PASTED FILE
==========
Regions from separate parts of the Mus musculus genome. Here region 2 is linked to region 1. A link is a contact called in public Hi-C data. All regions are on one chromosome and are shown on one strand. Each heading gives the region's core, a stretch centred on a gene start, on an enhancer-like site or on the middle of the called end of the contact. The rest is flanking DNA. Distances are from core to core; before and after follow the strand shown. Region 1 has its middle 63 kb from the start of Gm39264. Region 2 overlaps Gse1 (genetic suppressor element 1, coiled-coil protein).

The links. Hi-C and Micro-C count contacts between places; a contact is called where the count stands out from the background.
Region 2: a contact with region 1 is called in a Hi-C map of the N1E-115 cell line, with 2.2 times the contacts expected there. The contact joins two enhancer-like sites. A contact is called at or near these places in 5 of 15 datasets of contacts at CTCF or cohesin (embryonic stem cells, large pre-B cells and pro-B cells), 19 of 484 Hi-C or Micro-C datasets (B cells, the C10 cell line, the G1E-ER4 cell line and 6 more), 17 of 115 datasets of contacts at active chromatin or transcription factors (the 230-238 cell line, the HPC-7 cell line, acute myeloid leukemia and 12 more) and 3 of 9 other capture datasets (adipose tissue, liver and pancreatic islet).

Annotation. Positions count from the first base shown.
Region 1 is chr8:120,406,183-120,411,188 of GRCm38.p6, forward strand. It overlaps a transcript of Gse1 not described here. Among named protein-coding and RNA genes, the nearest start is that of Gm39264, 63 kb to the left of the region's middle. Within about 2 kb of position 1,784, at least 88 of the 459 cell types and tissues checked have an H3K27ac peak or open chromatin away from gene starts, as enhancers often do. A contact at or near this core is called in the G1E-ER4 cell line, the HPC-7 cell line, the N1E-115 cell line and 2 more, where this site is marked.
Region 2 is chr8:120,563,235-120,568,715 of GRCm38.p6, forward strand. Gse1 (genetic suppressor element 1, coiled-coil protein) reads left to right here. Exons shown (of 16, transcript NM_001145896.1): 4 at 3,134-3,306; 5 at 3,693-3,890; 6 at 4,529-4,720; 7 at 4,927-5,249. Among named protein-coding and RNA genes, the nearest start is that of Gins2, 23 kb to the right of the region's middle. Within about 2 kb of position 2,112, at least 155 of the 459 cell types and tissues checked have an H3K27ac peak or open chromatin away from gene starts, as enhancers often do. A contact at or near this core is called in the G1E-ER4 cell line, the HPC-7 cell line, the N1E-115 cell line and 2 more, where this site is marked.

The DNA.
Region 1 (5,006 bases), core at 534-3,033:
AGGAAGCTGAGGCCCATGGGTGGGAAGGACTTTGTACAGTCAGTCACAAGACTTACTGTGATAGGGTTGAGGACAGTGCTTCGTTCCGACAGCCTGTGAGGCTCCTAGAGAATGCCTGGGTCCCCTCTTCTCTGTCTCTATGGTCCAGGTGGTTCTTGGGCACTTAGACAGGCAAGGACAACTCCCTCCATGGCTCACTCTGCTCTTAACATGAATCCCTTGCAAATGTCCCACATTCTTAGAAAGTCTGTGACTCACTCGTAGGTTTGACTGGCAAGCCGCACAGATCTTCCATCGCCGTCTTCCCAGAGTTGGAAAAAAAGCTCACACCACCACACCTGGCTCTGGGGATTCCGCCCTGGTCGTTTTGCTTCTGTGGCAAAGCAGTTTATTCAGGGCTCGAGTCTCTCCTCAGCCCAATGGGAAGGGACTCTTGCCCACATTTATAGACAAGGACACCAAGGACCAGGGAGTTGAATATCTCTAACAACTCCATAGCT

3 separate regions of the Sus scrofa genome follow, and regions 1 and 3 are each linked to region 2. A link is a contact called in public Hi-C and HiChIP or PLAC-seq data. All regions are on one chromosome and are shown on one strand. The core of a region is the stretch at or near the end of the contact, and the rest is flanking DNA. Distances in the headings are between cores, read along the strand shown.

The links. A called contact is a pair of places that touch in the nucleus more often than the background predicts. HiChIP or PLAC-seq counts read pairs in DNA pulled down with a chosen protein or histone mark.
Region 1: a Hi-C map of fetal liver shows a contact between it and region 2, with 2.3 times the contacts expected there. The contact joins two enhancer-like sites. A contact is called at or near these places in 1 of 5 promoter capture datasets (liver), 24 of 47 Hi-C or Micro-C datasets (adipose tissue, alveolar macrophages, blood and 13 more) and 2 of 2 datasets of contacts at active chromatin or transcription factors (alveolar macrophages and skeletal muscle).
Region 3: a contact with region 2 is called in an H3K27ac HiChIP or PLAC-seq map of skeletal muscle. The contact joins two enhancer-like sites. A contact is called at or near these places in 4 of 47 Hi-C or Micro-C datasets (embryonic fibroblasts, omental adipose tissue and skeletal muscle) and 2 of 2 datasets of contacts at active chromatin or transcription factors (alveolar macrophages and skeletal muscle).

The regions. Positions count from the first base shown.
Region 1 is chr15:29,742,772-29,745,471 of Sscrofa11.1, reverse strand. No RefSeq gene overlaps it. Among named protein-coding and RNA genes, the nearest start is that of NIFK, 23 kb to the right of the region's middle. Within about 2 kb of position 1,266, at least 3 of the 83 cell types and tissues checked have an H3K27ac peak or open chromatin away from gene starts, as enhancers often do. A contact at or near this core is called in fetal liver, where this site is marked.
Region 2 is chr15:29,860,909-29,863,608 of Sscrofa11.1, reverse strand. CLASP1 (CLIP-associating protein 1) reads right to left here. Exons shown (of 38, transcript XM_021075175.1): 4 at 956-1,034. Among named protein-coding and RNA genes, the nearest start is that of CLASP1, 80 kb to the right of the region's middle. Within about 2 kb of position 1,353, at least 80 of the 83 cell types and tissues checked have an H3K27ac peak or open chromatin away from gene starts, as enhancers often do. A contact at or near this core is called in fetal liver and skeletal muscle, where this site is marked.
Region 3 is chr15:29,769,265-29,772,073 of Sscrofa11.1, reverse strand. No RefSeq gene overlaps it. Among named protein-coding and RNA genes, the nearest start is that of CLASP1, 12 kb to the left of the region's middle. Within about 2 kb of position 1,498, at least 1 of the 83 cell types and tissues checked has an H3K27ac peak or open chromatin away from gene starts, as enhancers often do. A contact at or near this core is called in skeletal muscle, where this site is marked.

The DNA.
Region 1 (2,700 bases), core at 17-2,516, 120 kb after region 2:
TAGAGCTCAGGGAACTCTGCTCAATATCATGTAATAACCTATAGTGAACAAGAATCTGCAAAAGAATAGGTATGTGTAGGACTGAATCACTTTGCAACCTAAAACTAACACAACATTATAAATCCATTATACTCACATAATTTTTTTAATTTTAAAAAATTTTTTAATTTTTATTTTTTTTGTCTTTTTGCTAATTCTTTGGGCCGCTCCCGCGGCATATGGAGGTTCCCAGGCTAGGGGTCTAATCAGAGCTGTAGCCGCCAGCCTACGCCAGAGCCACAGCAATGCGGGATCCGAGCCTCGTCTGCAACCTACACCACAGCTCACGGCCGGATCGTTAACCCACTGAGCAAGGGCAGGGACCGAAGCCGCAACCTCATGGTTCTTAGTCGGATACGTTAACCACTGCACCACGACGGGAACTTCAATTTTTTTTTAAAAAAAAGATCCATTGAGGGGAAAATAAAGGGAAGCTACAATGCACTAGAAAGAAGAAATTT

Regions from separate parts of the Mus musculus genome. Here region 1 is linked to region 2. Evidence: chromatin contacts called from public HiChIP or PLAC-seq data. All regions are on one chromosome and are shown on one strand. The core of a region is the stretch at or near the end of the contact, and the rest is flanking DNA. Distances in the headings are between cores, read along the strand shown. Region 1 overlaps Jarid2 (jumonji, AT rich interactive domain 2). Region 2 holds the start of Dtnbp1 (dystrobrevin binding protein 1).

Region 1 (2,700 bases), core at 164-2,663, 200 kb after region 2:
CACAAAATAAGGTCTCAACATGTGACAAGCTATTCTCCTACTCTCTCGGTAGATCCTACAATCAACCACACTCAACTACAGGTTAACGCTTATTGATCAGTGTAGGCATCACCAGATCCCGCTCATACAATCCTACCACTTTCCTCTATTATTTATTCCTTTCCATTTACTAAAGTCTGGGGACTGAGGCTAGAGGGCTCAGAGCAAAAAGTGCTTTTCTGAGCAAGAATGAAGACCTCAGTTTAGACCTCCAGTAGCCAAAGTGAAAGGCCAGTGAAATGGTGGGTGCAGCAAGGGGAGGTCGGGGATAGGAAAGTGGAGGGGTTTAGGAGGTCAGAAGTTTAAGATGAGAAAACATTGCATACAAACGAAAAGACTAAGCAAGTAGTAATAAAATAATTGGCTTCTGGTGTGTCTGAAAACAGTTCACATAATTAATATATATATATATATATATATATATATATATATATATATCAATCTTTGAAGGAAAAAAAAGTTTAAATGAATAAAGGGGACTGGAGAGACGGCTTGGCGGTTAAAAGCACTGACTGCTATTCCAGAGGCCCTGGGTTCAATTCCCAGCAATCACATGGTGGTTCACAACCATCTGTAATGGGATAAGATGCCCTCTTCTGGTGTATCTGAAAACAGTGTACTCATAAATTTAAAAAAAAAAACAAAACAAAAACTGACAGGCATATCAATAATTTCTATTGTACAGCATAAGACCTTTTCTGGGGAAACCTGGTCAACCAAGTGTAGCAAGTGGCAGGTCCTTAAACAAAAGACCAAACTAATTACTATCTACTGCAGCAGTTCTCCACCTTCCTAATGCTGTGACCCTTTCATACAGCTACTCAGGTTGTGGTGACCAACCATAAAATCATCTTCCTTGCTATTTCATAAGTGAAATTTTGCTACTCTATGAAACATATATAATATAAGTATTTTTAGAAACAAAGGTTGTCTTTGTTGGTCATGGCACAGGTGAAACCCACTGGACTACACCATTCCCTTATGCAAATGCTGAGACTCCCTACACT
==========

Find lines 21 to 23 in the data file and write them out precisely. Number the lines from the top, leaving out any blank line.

Regions from separate parts of the Mus musculus genome. Here region 1 is linked to region 2. Evidence: chromatin contacts called from public HiChIP or PLAC-seq data. All regions are on one chromosome and are shown on one strand. The core of a region is the stretch at or near the end of the contact, and the rest is flanking DNA. Distances in the headings are between cores, read along the strand shown. Region 1 overlaps Jarid2 (jumonji, AT rich interactive domain 2). Region 2 holds the start of Dtnbp1 (dystrobrevin binding protein 1).

Region 1 (2,700 bases), core at 164-2,663, 200 kb after region 2:
CACAAAATAAGGTCTCAACATGTGACAAGCTATTCTCCTACTCTCTCGGTAGATCCTACAATCAACCACACTCAACTACAGGTTAACGCTTATTGATCAGTGTAGGCATCACCAGATCCCGCTCATACAATCCTACCACTTTCCTCTATTATTTATTCCTTTCCATTTACTAAAGTCTGGGGACTGAGGCTAGAGGGCTCAGAGCAAAAAGTGCTTTTCTGAGCAAGAATGAAGACCTCAGTTTAGACCTCCAGTAGCCAAAGTGAAAGGCCAGTGAAATGGTGGGTGCAGCAAGGGGAGGTCGGGGATAGGAAAGTGGAGGGGTTTAGGAGGTCAGAAGTTTAAGATGAGAAAACATTGCATACAAACGAAAAGACTAAGCAAGTAGTAATAAAATAATTGGCTTCTGGTGTGTCTGAAAACAGTTCACATAATTAATATATATATATATATATATATATATATATATATATATATCAATCTTTGAAGGAAAAAAAAGTTTAAATGAATAAAGGGGACTGGAGAGACGGCTTGGCGGTTAAAAGCACTGACTGCTATTCCAGAGGCCCTGGGTTCAATTCCCAGCAATCACATGGTGGTTCACAACCATCTGTAATGGGATAAGATGCCCTCTTCTGGTGTATCTGAAAACAGTGTACTCATAAATTTAAAAAAAAAAACAAAACAAAAACTGACAGGCATATCAATAATTTCTATTGTACAGCATAAGACCTTTTCTGGGGAAACCTGGTCAACCAAGTGTAGCAAGTGGCAGGTCCTTAAACAAAAGACCAAACTAATTACTATCTACTGCAGCAGTTCTCCACCTTCCTAATGCTGTGACCCTTTCATACAGCTACTCAGGTTGTGGTGACCAACCATAAAATCATCTTCCTTGCTATTTCATAAGTGAAATTTTGCTACTCTATGAAACATATATAATATAAGTATTTTTAGAAACAAAGGTTGTCTTTGTTGGTCATGGCACAGGTGAAACCCACTGGACTACACCATTCCCTTATGCAAATGCTGAGACTCCCTACACT